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Tuesday, March 19, 2013

Satanic Abortion Murder

          The funeral of Pearl Bryan was held at Greencastle, Ind., and the services were spoken over a headless corpse.  While the relatives were in the vault there was a meeting of the young and middle-aged men of the city, and it was said later that some twenty-five or thirty of these pledged themselves to each other to avenge the girl's death if the murderers were not hanged by the law.  The organization thus formed is said to be regarded simply as the nucleus of a larger one which will take the law into its own hands if Scott Jackson, Alonzo Walling and Wm. Wood escape the extreme penalty in the Cincinatti courts.
       The morning of Saturday, Feb. 1 {1896} there was found at Fort Thomas, Ky., the headless corpse of a young woman.  For a time, identification was impossible.  But inquiry was being made for Pearl Bryan, a Greencastle girl, who had left her home with the avowed purpose of visiting a friend at Indianapolis.  She was accompanied to the train by Wm. Wood, son of a Methodist minister, and went to Indianapolis, stopping there only between trains.  She then went on to Cincinatti.  Nothing was thought of her temporary absence from home;  but when the time came for her return, and she came not, the family began to wonder.  Then came the account of finding the headless body of a woman near Cincinatti, and the announcement that the corpse wore shoes that had been purchased from Louis & Hays, of Greencastle.  After that identification was quick and certain, and investigation led to the arrest of the three men named.  Jackson and Walling were students at the Ohio Dental College at Cincinatti.  They and Wood are said to have been intimate with the girl.  But a maze of contradictory confessions by all of them has made impossible the fixing of direct responsibility:  and thus confusion is complicated by the assertion of Lulu May Hollingsworth, of Indianapolis, a friend of Pearl's.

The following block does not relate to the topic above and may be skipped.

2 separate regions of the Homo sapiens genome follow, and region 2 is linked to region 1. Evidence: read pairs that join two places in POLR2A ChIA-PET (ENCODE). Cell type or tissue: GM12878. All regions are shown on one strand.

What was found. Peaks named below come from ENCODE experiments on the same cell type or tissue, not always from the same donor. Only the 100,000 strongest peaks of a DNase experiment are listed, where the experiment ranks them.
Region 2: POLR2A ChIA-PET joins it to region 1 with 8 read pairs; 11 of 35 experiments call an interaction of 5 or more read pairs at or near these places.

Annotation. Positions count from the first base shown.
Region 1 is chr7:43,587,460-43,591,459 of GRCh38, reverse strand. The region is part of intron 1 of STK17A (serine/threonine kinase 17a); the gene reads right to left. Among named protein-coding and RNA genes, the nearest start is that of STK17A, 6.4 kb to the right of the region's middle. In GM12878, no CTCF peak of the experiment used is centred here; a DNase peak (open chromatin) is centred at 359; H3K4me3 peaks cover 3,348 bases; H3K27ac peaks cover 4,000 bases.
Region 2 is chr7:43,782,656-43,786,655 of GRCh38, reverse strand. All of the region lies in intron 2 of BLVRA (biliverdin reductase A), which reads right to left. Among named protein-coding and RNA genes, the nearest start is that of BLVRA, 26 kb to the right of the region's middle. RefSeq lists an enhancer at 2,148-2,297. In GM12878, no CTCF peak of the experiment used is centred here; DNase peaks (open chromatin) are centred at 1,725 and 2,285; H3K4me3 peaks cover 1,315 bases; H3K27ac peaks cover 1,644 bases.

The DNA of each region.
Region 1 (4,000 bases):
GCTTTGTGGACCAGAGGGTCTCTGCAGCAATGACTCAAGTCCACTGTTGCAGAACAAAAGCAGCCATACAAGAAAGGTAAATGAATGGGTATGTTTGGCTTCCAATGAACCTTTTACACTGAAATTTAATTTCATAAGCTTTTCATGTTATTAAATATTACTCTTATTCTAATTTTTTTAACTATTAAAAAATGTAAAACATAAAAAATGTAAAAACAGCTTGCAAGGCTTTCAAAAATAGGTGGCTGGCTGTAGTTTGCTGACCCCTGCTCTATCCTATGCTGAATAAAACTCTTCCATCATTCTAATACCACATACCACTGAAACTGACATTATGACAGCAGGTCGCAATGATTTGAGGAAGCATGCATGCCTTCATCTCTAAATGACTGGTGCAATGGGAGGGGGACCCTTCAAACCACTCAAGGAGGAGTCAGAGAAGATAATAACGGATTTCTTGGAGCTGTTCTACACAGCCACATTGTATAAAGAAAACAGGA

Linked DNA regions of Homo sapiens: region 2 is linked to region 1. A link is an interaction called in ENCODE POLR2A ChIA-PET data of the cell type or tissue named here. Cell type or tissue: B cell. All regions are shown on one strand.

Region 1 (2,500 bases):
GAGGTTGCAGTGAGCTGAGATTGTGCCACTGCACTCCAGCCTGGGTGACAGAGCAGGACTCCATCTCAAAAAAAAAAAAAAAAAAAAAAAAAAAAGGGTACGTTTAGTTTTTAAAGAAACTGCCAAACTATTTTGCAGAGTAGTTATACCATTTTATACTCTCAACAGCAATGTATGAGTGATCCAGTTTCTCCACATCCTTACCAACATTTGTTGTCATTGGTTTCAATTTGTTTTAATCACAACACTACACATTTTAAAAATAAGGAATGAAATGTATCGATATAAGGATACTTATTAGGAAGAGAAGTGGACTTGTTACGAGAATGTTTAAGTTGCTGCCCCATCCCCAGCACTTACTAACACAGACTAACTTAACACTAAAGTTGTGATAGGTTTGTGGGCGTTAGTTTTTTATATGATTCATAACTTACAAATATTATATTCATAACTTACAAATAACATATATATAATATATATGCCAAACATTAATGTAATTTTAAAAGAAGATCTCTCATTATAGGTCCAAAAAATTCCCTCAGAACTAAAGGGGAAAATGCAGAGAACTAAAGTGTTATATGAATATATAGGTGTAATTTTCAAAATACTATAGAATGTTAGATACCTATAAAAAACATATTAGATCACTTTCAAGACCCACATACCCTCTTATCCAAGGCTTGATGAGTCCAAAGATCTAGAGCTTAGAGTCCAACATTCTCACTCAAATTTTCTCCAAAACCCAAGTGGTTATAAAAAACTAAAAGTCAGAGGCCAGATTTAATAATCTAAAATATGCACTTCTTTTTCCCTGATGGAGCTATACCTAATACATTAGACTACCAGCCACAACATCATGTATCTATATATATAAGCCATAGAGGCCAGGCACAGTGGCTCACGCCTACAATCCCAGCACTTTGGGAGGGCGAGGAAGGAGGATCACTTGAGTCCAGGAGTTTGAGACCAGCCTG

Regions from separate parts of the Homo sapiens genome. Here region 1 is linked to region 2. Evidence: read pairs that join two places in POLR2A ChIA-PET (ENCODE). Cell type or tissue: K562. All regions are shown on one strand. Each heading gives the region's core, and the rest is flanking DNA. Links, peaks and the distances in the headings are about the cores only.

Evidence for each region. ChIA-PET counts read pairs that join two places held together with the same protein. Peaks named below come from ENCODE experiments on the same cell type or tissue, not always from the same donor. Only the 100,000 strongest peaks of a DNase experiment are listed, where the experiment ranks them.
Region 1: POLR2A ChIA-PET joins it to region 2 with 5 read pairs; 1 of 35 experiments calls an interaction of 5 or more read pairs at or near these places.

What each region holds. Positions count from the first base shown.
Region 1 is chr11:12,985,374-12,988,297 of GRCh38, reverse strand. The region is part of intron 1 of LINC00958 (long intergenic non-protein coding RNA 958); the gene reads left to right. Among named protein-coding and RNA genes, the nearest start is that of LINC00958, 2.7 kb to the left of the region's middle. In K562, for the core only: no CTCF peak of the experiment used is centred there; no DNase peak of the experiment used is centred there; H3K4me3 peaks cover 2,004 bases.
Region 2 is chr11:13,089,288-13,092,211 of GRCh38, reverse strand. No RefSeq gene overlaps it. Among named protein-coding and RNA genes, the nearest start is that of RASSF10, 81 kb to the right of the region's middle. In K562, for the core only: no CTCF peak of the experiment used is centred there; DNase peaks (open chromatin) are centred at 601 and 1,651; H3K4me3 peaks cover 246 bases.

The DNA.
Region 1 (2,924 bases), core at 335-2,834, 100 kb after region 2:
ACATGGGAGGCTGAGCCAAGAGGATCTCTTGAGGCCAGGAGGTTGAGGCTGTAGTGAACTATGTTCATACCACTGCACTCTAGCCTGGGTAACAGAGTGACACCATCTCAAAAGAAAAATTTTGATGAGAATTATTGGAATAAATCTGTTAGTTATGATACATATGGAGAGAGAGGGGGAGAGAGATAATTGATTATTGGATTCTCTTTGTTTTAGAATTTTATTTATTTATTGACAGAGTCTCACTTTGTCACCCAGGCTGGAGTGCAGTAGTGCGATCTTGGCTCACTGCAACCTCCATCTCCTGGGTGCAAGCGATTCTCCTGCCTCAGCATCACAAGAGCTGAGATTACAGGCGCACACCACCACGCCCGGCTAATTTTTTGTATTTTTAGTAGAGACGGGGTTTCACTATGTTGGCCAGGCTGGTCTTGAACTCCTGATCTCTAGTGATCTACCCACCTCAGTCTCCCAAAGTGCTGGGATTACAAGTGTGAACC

In the series of confessions Jackson says Walling carried the woman's head in a valise to the Covington suspension bridge, and he believes Walling threw it into the river, or he may have taken it to his home at Hamilton and thrown it from the Miami bridge at that place.  Jackson says he did not go with Walling on the trips.  On the contrary Walling says Jackson buried the head in a sandbar in the Ohio river opposite Dayton, Ky., or dropped it in the sewer on Richmond street, Cincinatti.  Each affirms the belief that the other administered a fatal drug to produce a criminal operation, and neither confesses knowledge of time or place of decapitation of the corpse.  Each charges young Wood, of Greencastle, with responsibility for the girl's condition, and Jackson says he was the medium through whom Wood was to remit $50 to Walling for performing the operation.  On the other hand, young Wood denies his responsibility, but admits knowledge of the girl's predicament, because Jackson, who was responsible for it, told him of it.  He says the only part he took in the matter was to advise Pearl to undergo an operation.
       To make the matter more unintelligible, Lulu May Hollingsworth, of Indianapolis, who was arrested, suspected of complicity in the murder, said:  "I shall be able to clear Jackson.  He is responsible for Miss Bryan's condition, but he was not responsible for her death.  I don't think, either, that Wood had anything to do with this case.  I became interested in the girl because I had once known her and chanced to meet her at the Union station.  She told me what had happened, and said Jackson was to blame.  When I told her what drugs to get she said. . . and die there and then so as to throw suspicion upon Jackson and get him into difficulty." 
       Miss Hollingsworth afterward said she administered the fatal drugs at the request of Miss Bryan.  The police discredit this.  Miss Hollingsworth is regarded as a notoriety seeker.  She once figured in an elopement from Terre Haute.
        Cincinatti police found Jackson's bloody coat in a sewer. Jackson claims that Walling wore his clothing on the night of the murder.

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